At QuantumScape, we have appreciated the surge in interest in solid-state batteries since we revealed our performance data at our battery showcase. We would like to elaborate on a few aspects of the data we presented at the showcase.
Let’s start by reminding readers that QuantumScape’s battery technology is still in the development stage. We are currently testing battery cells with commercial dimensions of 70 x 85mm but only as a single layer, i.e., one cathode, one solid-state separator, and one in-situ formed lithium-metal anode. As noted in our SEC filings, there is much work ahead of us. Among other tasks, we need to develop multi-layer cells and scale up our manufacturing capabilities. If we are successful in these efforts, we aim to start series production of our battery cells in 2024.
At our battery showcase, we presented data showing cycle life under a number of different test conditions: aggressive driving conditions at 1C/1C rates; race track driving conditions; and at low temperature (-10 °C).
For typical battery cycle life testing, many batteries are run at C/3 rates, which means the cells are charged in three hours and discharged in three hours. For our cycle life demonstration, we used more aggressive testing conditions of 1C: full charge and discharge of the cell in one hour each. Even under these more strenuous test conditions the QuantumScape single layer cells showed over 1,000 cycles to a median of over 90% energy retention. We report energy, not just capacity, because energy takes into account voltage fade and impedance growth. Note that this test was run at near-room temperature (30 °C), commercially-relevant current density (3.2 mA/cm2) and cathode loading (3.2 mAh/cm2), 100% depth of discharge, modest pressure (3.4 atm), commercial area, and zero lithium on the anode. We are not aware of any other solid-state efforts that have reported this level of performance under all these conditions simultaneously, which we believe is required for commercial viability.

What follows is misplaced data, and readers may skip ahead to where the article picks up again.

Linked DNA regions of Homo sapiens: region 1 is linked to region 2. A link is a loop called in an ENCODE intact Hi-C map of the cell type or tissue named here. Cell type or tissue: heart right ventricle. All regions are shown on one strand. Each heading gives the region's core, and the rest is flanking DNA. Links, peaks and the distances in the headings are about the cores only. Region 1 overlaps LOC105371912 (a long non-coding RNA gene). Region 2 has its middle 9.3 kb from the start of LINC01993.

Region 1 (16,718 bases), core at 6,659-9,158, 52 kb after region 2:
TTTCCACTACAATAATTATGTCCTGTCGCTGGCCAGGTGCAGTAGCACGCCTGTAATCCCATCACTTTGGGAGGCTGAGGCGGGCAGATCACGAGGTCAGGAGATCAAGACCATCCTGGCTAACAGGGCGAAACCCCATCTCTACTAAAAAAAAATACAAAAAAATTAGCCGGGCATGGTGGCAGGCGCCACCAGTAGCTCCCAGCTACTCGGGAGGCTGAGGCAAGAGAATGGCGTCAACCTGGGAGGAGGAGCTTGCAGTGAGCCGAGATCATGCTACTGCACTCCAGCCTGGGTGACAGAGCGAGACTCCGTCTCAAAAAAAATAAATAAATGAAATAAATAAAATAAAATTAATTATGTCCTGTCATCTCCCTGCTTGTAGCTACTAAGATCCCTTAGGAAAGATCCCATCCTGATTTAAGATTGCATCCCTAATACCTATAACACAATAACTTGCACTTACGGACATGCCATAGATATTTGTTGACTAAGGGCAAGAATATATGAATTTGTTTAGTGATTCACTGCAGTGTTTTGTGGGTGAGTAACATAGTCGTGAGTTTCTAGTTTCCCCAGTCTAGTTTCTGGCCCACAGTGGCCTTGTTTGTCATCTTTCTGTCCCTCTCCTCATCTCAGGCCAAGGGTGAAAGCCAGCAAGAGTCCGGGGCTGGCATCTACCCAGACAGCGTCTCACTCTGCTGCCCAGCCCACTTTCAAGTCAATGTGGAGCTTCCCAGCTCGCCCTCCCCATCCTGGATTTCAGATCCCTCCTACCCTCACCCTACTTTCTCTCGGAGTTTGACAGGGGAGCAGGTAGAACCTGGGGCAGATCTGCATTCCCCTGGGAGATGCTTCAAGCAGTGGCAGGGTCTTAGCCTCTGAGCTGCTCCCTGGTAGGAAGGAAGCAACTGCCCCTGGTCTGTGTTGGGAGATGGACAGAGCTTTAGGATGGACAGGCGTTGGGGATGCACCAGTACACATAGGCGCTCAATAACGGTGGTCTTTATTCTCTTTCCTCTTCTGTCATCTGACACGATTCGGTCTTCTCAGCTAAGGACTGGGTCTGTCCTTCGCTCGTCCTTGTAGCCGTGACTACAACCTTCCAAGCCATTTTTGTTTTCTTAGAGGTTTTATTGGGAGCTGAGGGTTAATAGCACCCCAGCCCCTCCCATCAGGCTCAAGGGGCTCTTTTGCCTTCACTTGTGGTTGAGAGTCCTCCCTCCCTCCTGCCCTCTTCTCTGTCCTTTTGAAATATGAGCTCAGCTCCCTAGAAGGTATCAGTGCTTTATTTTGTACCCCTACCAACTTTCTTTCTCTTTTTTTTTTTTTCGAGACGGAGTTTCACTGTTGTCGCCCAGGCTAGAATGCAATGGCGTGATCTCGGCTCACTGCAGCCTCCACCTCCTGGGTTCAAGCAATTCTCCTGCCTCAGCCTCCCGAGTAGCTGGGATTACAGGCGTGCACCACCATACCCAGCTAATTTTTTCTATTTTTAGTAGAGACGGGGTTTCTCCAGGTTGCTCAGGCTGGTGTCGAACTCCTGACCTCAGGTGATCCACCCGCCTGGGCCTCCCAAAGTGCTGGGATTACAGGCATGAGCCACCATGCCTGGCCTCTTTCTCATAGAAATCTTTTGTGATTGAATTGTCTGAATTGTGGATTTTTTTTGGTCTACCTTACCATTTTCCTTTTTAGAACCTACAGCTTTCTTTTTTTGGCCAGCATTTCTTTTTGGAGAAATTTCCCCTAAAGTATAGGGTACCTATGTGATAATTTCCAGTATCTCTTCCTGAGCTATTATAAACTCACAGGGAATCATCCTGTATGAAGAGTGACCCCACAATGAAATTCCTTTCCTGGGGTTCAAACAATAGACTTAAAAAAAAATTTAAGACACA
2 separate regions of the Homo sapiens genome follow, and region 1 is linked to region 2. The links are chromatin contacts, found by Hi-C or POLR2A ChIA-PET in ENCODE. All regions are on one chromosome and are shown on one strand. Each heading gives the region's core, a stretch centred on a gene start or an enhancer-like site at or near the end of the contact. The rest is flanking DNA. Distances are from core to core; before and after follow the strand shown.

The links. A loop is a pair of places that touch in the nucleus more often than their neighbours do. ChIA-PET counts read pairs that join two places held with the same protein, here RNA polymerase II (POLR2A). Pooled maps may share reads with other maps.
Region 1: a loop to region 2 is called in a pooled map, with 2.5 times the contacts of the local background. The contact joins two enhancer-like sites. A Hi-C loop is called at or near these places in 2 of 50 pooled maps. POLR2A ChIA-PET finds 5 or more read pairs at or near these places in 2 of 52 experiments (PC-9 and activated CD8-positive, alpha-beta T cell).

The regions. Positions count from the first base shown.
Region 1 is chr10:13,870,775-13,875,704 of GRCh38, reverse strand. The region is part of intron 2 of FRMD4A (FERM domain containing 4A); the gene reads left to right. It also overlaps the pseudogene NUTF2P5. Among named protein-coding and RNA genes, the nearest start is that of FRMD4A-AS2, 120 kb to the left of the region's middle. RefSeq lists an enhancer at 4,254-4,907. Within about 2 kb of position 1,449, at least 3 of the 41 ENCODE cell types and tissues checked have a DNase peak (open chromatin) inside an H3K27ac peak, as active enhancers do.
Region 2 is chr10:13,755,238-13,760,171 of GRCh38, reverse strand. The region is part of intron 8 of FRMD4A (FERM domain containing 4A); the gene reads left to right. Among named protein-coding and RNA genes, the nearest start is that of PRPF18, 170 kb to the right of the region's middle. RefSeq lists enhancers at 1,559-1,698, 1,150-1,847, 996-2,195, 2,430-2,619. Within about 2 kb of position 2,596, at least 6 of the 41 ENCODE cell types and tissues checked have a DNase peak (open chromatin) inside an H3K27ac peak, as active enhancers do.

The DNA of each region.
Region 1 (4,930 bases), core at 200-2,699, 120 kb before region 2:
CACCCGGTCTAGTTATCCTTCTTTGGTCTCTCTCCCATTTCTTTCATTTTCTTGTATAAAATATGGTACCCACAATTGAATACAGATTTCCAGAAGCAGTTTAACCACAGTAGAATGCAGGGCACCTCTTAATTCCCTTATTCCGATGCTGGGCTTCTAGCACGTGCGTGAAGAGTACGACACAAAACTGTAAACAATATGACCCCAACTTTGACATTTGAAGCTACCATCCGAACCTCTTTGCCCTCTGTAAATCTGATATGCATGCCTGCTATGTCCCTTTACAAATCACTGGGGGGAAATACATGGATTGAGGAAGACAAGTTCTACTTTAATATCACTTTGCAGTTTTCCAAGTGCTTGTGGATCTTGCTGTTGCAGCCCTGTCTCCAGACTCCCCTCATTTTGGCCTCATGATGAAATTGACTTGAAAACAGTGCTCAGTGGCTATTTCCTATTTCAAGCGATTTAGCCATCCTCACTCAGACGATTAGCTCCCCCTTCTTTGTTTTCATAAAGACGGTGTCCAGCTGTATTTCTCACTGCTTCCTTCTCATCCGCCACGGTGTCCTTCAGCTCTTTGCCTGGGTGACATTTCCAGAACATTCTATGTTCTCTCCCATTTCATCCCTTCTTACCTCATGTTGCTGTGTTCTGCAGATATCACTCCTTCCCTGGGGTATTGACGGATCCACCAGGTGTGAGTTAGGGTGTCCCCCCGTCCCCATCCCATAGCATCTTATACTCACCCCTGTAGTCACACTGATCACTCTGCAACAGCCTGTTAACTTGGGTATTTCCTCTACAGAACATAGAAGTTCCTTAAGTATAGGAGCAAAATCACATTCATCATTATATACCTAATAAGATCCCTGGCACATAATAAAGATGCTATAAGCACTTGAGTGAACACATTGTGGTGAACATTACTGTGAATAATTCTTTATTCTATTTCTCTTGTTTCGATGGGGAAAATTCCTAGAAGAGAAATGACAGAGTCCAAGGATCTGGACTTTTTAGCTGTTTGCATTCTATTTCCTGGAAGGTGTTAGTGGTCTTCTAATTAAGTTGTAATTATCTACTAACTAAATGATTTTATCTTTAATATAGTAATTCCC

The race track drive cycle is among the harshest of battery cycling tests. Aggressive performance demands — involving repetitive extreme acceleration and braking followed by 15-minute fast-charging — will stress the system more and lead to more rapid degradation than normal driving conditions, which is why conventional lithium-ion BEV energy cells perform poorly on this test, as shown in the chart below. We were therefore very pleased to report that the QuantumScape cell performed significantly better on this test, delivering over 100 full charge-discharge cycles with 100% depth of discharge (i.e., 0-100% state of charge) with 90% retention of energy under these demanding conditions.
In addition to cycling data, we reported performance data for our soli-state material at extreme low temperatures, i.e., -30 degrees C. As the slide below shows, the data shows good energy retention even at these low temperatures — better than the reference state-of-the-art BEV lithium-ion cell shown on that slide. Batteries generally perform worse at low temperatures, but the requirement is to provide enough power to drive safely while the battery system heats itself.
We also reported cycle life data for these single layer cells at -10 degrees C, important for real-world operation, shown on the graph below. We have not seen comparable cycling from any other solid-state effort.
Finally, the differential scanning calorimetry (DSC) chart below shows what happens when lithium melts in contact with our separator – there is no exothermic reaction as is the case when lithium melts in contact with a liquid electrolyte. We believe that safety in our cell will be improved relative to lithium-ion because we have replaced the combustible polymer separator with a non-oxidizable (i.e., non-combustible) separator that is thermally stable to much higher temperatures than polymers, so it will act as a more effective barrier between anode and cathode.